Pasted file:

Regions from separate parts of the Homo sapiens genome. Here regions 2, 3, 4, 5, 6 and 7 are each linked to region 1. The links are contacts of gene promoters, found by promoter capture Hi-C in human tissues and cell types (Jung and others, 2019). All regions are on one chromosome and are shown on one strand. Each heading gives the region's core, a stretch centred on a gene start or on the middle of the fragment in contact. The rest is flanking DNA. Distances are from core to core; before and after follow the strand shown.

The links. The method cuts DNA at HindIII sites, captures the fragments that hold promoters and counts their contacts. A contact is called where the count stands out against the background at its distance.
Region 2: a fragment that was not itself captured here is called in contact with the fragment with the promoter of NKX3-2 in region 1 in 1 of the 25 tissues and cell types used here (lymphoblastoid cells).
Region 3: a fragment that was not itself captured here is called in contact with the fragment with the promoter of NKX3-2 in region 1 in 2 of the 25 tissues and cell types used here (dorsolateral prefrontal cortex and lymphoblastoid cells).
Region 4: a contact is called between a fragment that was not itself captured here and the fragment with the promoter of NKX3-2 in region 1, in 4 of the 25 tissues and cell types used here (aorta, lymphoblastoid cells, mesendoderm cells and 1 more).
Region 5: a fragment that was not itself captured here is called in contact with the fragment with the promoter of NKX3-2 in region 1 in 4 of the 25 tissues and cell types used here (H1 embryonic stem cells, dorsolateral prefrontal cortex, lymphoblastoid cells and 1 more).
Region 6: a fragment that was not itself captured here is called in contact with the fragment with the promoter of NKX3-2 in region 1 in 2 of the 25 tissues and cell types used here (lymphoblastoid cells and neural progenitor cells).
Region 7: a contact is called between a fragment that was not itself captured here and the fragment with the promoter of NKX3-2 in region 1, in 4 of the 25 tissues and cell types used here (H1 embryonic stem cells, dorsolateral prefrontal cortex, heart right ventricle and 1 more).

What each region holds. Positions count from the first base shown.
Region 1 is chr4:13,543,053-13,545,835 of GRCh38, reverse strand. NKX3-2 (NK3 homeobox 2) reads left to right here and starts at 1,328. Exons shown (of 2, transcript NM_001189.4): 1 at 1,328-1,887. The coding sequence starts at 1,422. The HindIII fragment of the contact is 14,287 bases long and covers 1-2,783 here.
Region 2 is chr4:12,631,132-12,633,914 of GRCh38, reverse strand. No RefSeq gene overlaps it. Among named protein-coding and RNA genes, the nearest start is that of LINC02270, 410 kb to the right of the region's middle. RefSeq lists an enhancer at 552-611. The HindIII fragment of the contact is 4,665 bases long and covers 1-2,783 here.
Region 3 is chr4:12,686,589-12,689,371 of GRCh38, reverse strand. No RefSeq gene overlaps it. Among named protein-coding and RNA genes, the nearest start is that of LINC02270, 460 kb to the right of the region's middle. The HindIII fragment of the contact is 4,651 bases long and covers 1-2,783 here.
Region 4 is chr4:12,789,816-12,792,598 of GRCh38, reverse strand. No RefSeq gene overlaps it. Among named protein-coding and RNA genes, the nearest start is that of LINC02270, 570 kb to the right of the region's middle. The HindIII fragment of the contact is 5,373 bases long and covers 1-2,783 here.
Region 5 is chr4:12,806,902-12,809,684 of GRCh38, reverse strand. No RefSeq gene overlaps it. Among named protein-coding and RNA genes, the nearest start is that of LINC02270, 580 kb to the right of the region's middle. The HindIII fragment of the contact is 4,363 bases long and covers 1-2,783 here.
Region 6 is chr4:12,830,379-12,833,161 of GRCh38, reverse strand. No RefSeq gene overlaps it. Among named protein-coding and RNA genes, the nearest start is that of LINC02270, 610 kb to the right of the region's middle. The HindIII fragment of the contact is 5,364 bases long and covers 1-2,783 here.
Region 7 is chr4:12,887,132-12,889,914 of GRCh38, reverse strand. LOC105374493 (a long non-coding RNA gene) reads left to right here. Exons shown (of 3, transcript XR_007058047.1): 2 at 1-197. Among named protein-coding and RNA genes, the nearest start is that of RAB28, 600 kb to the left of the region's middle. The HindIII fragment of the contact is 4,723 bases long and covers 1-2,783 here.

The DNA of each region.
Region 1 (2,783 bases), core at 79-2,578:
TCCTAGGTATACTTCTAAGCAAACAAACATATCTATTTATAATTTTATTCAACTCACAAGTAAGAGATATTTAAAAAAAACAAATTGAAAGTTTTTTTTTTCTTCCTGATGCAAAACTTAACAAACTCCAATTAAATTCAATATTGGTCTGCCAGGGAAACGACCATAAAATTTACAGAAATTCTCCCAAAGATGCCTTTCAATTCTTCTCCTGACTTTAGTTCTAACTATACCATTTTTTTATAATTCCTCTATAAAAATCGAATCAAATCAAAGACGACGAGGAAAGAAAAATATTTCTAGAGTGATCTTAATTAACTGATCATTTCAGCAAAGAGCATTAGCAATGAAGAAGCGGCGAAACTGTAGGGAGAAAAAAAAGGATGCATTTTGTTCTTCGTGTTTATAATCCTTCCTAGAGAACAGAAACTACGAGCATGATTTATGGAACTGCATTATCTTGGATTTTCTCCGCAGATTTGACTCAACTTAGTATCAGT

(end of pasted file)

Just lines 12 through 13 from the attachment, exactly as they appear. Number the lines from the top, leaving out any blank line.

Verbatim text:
Region 3 is chr4:12,686,589-12,689,371 of GRCh38, reverse strand. No RefSeq gene overlaps it. Among named protein-coding and RNA genes, the nearest start is that of LINC02270, 460 kb to the right of the region's middle. The HindIII fragment of the contact is 4,651 bases long and covers 1-2,783 here.
Region 4 is chr4:12,789,816-12,792,598 of GRCh38, reverse strand. No RefSeq gene overlaps it. Among named protein-coding and RNA genes, the nearest start is that of LINC02270, 570 kb to the right of the region's middle. The HindIII fragment of the contact is 5,373 bases long and covers 1-2,783 here.